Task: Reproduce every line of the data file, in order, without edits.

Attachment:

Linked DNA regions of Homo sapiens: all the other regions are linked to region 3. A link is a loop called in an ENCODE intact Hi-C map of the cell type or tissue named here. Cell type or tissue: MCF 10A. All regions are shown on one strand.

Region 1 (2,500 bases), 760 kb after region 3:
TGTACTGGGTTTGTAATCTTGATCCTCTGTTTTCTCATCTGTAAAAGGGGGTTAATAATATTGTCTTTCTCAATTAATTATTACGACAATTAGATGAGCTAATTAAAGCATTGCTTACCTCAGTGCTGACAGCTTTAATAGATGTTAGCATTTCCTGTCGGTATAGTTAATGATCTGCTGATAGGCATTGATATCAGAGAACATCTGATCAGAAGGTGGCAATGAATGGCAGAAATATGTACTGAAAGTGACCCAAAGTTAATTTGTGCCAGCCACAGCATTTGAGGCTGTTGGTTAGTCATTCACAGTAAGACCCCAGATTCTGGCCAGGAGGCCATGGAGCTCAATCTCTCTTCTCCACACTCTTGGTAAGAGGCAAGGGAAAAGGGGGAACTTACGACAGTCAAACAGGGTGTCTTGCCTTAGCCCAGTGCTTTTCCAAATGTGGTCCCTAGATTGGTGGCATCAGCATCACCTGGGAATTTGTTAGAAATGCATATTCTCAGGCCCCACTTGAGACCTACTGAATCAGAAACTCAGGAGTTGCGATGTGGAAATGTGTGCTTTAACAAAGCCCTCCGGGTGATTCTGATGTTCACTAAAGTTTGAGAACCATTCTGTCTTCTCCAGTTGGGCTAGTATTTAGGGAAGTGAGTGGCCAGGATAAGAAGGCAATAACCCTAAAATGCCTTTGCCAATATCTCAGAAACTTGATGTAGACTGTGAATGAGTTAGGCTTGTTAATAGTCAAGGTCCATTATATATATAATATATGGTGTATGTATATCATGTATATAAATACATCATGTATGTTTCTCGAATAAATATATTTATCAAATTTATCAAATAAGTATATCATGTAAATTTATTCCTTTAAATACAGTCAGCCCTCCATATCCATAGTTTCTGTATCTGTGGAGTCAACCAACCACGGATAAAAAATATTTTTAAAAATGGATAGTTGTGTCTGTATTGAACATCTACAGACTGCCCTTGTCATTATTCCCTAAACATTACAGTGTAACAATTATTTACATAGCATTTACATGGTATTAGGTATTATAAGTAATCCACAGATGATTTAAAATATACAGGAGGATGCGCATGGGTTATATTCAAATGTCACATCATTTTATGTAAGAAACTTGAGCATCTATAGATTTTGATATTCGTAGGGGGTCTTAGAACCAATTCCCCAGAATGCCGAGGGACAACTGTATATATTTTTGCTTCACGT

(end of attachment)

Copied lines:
Linked DNA regions of Homo sapiens: all the other regions are linked to region 3. A link is a loop called in an ENCODE intact Hi-C map of the cell type or tissue named here. Cell type or tissue: MCF 10A. All regions are shown on one strand.

Region 1 (2,500 bases), 760 kb after region 3:
TGTACTGGGTTTGTAATCTTGATCCTCTGTTTTCTCATCTGTAAAAGGGGGTTAATAATATTGTCTTTCTCAATTAATTATTACGACAATTAGATGAGCTAATTAAAGCATTGCTTACCTCAGTGCTGACAGCTTTAATAGATGTTAGCATTTCCTGTCGGTATAGTTAATGATCTGCTGATAGGCATTGATATCAGAGAACATCTGATCAGAAGGTGGCAATGAATGGCAGAAATATGTACTGAAAGTGACCCAAAGTTAATTTGTGCCAGCCACAGCATTTGAGGCTGTTGGTTAGTCATTCACAGTAAGACCCCAGATTCTGGCCAGGAGGCCATGGAGCTCAATCTCTCTTCTCCACACTCTTGGTAAGAGGCAAGGGAAAAGGGGGAACTTACGACAGTCAAACAGGGTGTCTTGCCTTAGCCCAGTGCTTTTCCAAATGTGGTCCCTAGATTGGTGGCATCAGCATCACCTGGGAATTTGTTAGAAATGCATATTCTCAGGCCCCACTTGAGACCTACTGAATCAGAAACTCAGGAGTTGCGATGTGGAAATGTGTGCTTTAACAAAGCCCTCCGGGTGATTCTGATGTTCACTAAAGTTTGAGAACCATTCTGTCTTCTCCAGTTGGGCTAGTATTTAGGGAAGTGAGTGGCCAGGATAAGAAGGCAATAACCCTAAAATGCCTTTGCCAATATCTCAGAAACTTGATGTAGACTGTGAATGAGTTAGGCTTGTTAATAGTCAAGGTCCATTATATATATAATATATGGTGTATGTATATCATGTATATAAATACATCATGTATGTTTCTCGAATAAATATATTTATCAAATTTATCAAATAAGTATATCATGTAAATTTATTCCTTTAAATACAGTCAGCCCTCCATATCCATAGTTTCTGTATCTGTGGAGTCAACCAACCACGGATAAAAAATATTTTTAAAAATGGATAGTTGTGTCTGTATTGAACATCTACAGACTGCCCTTGTCATTATTCCCTAAACATTACAGTGTAACAATTATTTACATAGCATTTACATGGTATTAGGTATTATAAGTAATCCACAGATGATTTAAAATATACAGGAGGATGCGCATGGGTTATATTCAAATGTCACATCATTTTATGTAAGAAACTTGAGCATCTATAGATTTTGATATTCGTAGGGGGTCTTAGAACCAATTCCCCAGAATGCCGAGGGACAACTGTATATATTTTTGCTTCACGT